Career in European Parliament

Emma Bonino has also served at various times in the European Parliament. She began her career by becoming a member on the Committee on Energy and Research, a position she held from 1979 to 1984. She was a member of the Committee on Budgetary Control from 1981 until 1982. During this time, she represented the Radical Party of Italy. [19]

From 1984 to 1989 she was a member of various committees dealing with budgets, Yugoslavian relations, the environment, and citizens’ rights. [20] In the early 2000s she served on committees mainly devoted to foreign affairs, human rights, and relations to Middle Eastern nations. [21] This continued into the late 2000s. [22]

Feminism and Abortion

Emma Bonino is an ardent, lifelong feminist. In a 2019 interview with Politico, she reminisced about civil rights movements in the 1970s and her struggle against feminists who thought ill of power. “No one is going to step aside and let you have power. You have to seize power whenever you can, and many women just give up,” she told the media outlet. [23]

In the 1970s, Emma Bonino collaborated with the Centre for Information, Sterilization and Abortion (CISA) founded by Adele Faccio, which sponsored clandestine abortion clinics for women who sought abortions but could not travel abroad to get them. With the Radical Party, Bonino also helped propose a successful referendum to introduce divorce in Italy. [24]

References

  1. “Emma Bonino – Biography (CV).” Emma Bonino. Accessed November 25, 2021. http://www.emmabonino.it/biography. http://www.emmabonino.it/biografia/cv_eb_it.pdf. ^
  2. “Emma Bonino – Experts & Staff.” European Council on Foreign Relations. Accessed November 25, 2021. https://ecfr.eu/profile/emma-bonino/. ^
  3. “Emma Bonino – Experts & Staff.” European Council on Foreign Relations. Accessed November 25, 2021. https://ecfr.eu/profile/emma-bonino/. ^
  4. “Emma Bonino.” Open Society Foundations, January 21, 2018. https://web.archive.org/web/20180121061407/https://www.opensocietyfoundations.org/people/emma-bonino. ^
  5. [1] “Emma Bonino – Experts & Staff.” European Council on Foreign Relations. Accessed November 25, 2021. https://ecfr.eu/profile/emma-bonino/. ^
  6. “Emma Bonino.” Open Society Foundations, October 2, 2015. https://web.archive.org/web/20151002075654/https://www.opensocietyfoundations.org/about/boards/open-society-global-board ^
  7. “Emma Bonino.” Open Society Foundations, January 21, 2018. https://web.archive.org/web/20180121061407/https://www.opensocietyfoundations.org/people/emma-bonino. ^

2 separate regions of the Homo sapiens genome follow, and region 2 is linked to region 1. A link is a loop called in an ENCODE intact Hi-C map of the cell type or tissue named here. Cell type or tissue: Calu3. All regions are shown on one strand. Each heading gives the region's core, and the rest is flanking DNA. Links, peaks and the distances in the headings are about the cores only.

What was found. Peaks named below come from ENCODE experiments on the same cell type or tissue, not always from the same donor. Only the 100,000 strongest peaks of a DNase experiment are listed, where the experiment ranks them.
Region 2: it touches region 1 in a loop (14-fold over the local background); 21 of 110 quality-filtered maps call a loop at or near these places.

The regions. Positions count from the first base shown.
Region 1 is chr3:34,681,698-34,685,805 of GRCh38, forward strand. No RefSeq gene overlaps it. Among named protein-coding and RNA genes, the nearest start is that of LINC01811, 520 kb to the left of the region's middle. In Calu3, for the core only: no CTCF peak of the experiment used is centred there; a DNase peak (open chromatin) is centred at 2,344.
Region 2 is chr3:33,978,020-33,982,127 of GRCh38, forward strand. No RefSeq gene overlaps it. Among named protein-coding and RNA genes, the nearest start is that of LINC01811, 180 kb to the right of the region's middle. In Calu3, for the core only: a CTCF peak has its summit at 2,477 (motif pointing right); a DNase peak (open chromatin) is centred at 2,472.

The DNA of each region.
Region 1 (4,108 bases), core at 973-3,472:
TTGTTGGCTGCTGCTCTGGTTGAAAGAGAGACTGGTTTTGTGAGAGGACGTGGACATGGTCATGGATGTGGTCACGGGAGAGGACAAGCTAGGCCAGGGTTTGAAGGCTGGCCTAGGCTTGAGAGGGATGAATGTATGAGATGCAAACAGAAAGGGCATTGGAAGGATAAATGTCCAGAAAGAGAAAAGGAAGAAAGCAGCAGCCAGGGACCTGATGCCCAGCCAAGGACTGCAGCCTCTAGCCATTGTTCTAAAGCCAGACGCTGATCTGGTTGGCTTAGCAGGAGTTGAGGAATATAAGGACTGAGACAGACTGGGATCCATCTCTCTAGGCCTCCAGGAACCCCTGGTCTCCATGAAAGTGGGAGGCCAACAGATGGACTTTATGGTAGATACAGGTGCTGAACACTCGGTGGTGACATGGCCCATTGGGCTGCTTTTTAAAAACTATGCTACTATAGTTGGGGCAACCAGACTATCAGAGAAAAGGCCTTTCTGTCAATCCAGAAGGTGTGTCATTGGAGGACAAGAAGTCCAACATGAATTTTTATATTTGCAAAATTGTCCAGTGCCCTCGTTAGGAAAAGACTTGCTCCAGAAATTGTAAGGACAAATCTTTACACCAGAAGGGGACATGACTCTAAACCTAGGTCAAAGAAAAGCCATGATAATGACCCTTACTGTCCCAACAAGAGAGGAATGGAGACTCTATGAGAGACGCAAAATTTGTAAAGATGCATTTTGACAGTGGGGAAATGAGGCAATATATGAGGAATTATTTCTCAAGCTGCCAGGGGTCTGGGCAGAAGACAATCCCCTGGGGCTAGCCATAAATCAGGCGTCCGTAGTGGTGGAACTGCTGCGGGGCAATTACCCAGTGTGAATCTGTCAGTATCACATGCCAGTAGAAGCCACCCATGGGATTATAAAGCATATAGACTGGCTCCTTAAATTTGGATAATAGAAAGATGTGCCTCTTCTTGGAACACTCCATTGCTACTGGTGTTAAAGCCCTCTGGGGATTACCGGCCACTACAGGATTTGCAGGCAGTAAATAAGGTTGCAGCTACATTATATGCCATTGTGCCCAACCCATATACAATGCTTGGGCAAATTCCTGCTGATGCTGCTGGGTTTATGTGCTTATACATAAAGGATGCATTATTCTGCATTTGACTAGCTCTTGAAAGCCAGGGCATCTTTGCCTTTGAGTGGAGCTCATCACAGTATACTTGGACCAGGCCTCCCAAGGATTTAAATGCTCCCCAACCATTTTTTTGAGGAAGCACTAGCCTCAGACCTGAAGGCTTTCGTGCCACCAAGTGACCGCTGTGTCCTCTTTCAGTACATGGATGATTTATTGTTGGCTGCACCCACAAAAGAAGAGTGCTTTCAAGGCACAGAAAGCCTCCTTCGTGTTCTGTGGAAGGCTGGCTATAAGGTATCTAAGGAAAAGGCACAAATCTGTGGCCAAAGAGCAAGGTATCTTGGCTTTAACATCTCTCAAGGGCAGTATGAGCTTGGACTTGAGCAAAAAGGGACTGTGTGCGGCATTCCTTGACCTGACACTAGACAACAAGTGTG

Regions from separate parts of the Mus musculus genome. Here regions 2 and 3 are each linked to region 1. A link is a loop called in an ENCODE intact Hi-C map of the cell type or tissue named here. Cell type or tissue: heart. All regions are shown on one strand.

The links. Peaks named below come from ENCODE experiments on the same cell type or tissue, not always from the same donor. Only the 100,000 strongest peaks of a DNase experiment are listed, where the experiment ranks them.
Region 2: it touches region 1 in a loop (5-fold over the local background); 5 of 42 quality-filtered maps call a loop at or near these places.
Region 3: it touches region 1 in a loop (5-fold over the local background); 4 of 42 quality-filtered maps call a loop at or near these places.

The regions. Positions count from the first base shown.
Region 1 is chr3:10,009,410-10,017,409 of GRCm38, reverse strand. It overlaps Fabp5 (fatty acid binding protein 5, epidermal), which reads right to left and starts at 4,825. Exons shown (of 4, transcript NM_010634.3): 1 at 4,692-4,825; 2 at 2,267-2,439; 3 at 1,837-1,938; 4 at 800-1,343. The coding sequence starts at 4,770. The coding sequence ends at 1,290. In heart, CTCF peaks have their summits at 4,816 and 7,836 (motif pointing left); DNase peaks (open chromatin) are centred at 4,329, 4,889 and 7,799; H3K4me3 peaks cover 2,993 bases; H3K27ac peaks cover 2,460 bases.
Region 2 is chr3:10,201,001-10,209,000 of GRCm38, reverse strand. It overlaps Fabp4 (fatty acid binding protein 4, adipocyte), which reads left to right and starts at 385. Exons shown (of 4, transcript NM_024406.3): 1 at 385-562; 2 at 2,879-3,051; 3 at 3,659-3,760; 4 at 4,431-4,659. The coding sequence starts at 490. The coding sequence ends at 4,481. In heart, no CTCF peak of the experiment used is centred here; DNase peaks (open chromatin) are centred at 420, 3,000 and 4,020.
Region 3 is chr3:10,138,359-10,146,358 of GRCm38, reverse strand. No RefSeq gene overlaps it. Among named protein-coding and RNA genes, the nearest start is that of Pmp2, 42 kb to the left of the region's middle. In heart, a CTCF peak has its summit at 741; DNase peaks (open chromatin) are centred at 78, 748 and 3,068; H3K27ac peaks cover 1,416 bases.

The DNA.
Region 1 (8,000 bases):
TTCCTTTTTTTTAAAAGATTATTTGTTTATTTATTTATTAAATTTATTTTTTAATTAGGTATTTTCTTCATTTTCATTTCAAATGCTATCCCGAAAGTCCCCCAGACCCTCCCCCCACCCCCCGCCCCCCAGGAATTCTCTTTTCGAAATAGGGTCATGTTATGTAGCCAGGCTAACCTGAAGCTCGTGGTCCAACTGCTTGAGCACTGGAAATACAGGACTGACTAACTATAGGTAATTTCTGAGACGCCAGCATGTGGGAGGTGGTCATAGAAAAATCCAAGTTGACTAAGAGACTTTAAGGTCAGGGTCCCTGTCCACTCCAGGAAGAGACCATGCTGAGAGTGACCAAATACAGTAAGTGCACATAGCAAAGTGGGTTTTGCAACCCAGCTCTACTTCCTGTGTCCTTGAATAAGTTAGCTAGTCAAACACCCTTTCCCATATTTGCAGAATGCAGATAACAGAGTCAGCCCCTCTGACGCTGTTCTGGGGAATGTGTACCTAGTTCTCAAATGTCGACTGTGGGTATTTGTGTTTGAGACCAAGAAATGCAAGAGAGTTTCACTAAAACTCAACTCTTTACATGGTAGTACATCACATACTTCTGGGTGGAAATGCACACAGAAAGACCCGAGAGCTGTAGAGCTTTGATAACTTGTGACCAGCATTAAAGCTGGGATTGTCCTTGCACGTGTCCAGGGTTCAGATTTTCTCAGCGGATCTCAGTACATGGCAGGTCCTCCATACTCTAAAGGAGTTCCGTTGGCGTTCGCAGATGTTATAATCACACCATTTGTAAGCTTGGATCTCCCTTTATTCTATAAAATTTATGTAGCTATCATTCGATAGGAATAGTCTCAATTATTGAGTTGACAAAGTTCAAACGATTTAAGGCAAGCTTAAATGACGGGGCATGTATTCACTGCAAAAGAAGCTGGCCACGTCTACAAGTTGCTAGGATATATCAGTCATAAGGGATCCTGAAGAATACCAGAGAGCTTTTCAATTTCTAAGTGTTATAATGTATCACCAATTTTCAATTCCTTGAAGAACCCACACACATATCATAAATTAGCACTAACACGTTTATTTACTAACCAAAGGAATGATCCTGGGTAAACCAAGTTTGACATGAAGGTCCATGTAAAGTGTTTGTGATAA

8. [1] “Emma Bonino.” No Peace Without Justice. Accessed November 25, 2021. http://www.npwj.org/About-NPWJ/Emma-Bonino.html. ^
  9. “Emma Bonino.” Open Society Foundations, October 2, 2015. https://web.archive.org/web/20151002075654/https://www.opensocietyfoundations.org/about/boards/open-society-global-board ^
  10. “Emma Bonino.” Open Society Foundations, January 21, 2018. https://web.archive.org/web/20180121061407/https://www.opensocietyfoundations.org/people/emma-bonino. ^
  11. [1] “Emma Bonino – Biography.” Emma Bonino. Accessed November 25, 2021. http://www.emmabonino.it/biography. ^
  12. “Emma Bonino – Biography.” Emma Bonino. Accessed November 25, 2021. http://www.emmabonino.it/biography. ^
  13.  “Emma Bonino – Biography.” Emma Bonino. Accessed November 25, 2021. http://www.emmabonino.it/biography. ^
  14. “Emma Bonino – Biography.” Emma Bonino. Accessed November 25, 2021. http://www.emmabonino.it/biography. ^
  15. “Emma Bonino.” No Peace Without Justice. Accessed November 25, 2021. http://www.npwj.org/About-NPWJ/Emma-Bonino.html. ^
  16. “Emma Bonino – Biography.” Emma Bonino. Accessed November 25, 2021. http://www.emmabonino.it/biography. ^
  17. “Emma Bonino – Biography.” Emma Bonino. Accessed November 25, 2021. http://www.emmabonino.it/biography. ^
  18. “Emma Bonino – Biography.” Emma Bonino. Accessed November 25, 2021. http://www.emmabonino.it/biography. ^
  19. “1st Parliamentary Term – Emma Bonino – MEPs.” European Parliament. Accessed November 25, 2021. https://www.europarl.europa.eu/meps/en/1566/EMMA_BONINO/history/1#detailedcardmep. ^
  20. “2nd Parliamentary Term – Emma Bonino – MEPs.” European Parliament. Accessed November 25, 2021. https://www.europarl.europa.eu/meps/en/1566/EMMA_BONINO/history/2#detailedcardmep. ^
  21. “5th Parliamentary Term – Emma Bonino – MEPs.” European Parliament. Accessed November 25, 2021. https://www.europarl.europa.eu/meps/en/1566/EMMA_BONINO/history/5#detailedcardmep ^
  22. “6th Parliamentary Term – Emma Bonino – MEPs.” European Parliament. Accessed November 25, 2021. https://www.europarl.europa.eu/meps/en/1566/EMMA_BONINO/history/6#detailedcardmep ^
  23. Blasi, Giulia. “Italy’s Missing Feminists.” POLITICO. POLITICO, November 21, 2019. https://www.politico.eu/article/italy-feminism-diversity-representation-parliament-laura-boldrini-matteo-renzi/. ^
  24. “Emma Bonino – Biography.” Emma Bonino. Accessed November 25, 2021. http://www.emmabonino.it/biography. ^